Then the gloves come off, although they were barely ever on in this litigious-minded comedy. As Veronica, whose kinship with victims has her writing about atrocities in Africa, Naomi Jacobson practically flinches at the insensitivities casually delivered by Alan, a corporate defender with an ear constantly to his cellphone. Alan, rendered flawlessly by Paul Morella, is working to keep a reckless big pharma company out of the soup. As directed by Joe Calarco, Jacobson and Morella often quarrel from opposite ends of the stage, as if they’ve been flung ridiculously far apart by opposed magnetic poles.
The gentler spouses don’t stay gentle for long. Michael, who runs a household wholesale business (doorknobs, plumbing parts), is played by the sizable, voluble Andy Brownstein, who is at his best when Michael breaks out some expensive rum and stops making nice. Annette, dressed in a power suit as sharp as her husband’s (she’s a wealth manager), is perhaps more empathetic than the rest. There’s a surprise in the first 30 minutes that accounts for that, yet Vanessa Lock still plays the part with a predatory prowl in her high-heeled step.
If you’re familiar with Reza and you hated her “Art” — the three-man fable about a friendship that sours when one of them buys an expensive plain-white painting — “God of Carnage” won’t convert you. The debate around Reza has to do with whether her accessible plays live up to her philosophical themes or if she’s just a boulevard entertainer in highbrow drag. The latter may be closer to the mark.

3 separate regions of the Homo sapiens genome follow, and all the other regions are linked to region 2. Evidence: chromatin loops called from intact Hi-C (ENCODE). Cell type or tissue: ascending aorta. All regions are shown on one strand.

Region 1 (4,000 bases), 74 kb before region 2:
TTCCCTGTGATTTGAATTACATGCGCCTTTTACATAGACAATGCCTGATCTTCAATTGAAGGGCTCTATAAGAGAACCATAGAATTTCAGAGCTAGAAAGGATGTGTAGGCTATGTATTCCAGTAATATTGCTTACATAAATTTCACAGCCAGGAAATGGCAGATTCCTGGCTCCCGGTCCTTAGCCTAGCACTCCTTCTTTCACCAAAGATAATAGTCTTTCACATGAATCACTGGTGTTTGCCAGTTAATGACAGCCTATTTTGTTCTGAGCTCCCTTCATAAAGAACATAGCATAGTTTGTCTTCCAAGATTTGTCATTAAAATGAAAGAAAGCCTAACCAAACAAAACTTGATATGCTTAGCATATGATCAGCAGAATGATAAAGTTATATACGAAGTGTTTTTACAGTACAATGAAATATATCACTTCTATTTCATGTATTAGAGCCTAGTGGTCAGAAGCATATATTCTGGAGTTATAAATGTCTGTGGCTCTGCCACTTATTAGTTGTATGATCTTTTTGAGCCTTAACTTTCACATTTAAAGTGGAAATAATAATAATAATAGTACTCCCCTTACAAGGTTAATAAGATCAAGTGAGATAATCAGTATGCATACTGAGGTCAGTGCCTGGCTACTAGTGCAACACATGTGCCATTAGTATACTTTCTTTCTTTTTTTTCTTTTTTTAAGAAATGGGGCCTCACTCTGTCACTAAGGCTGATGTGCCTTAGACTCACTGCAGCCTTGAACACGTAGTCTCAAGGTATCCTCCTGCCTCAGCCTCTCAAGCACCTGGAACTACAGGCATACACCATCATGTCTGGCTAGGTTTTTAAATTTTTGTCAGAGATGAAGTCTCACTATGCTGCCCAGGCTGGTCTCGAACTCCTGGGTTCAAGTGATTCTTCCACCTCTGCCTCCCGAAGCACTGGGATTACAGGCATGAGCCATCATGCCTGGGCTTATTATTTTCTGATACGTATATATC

In “Carnage,” Reza’s trap does eventually seem artificial, and Calarco’s fast-paced production begins to huff a bit; at 75 minutes, it’s a runaway train. On the other hand, it’s refreshing to see a playwright revealing characters in real time, relying on a tricky current of words — pronouncements, feints, punch lines — to drive the show. Reza’s plays are pleasurable because they are events for actors.
At Signature, the cast is certainly taking its swings — Jacobson steaming and Morella purring, Brownstein angling and Lock insisting. (Plus everybody jumps and pouts.) The surprises have the pop of comic grenades as this foursome devours itself with flair.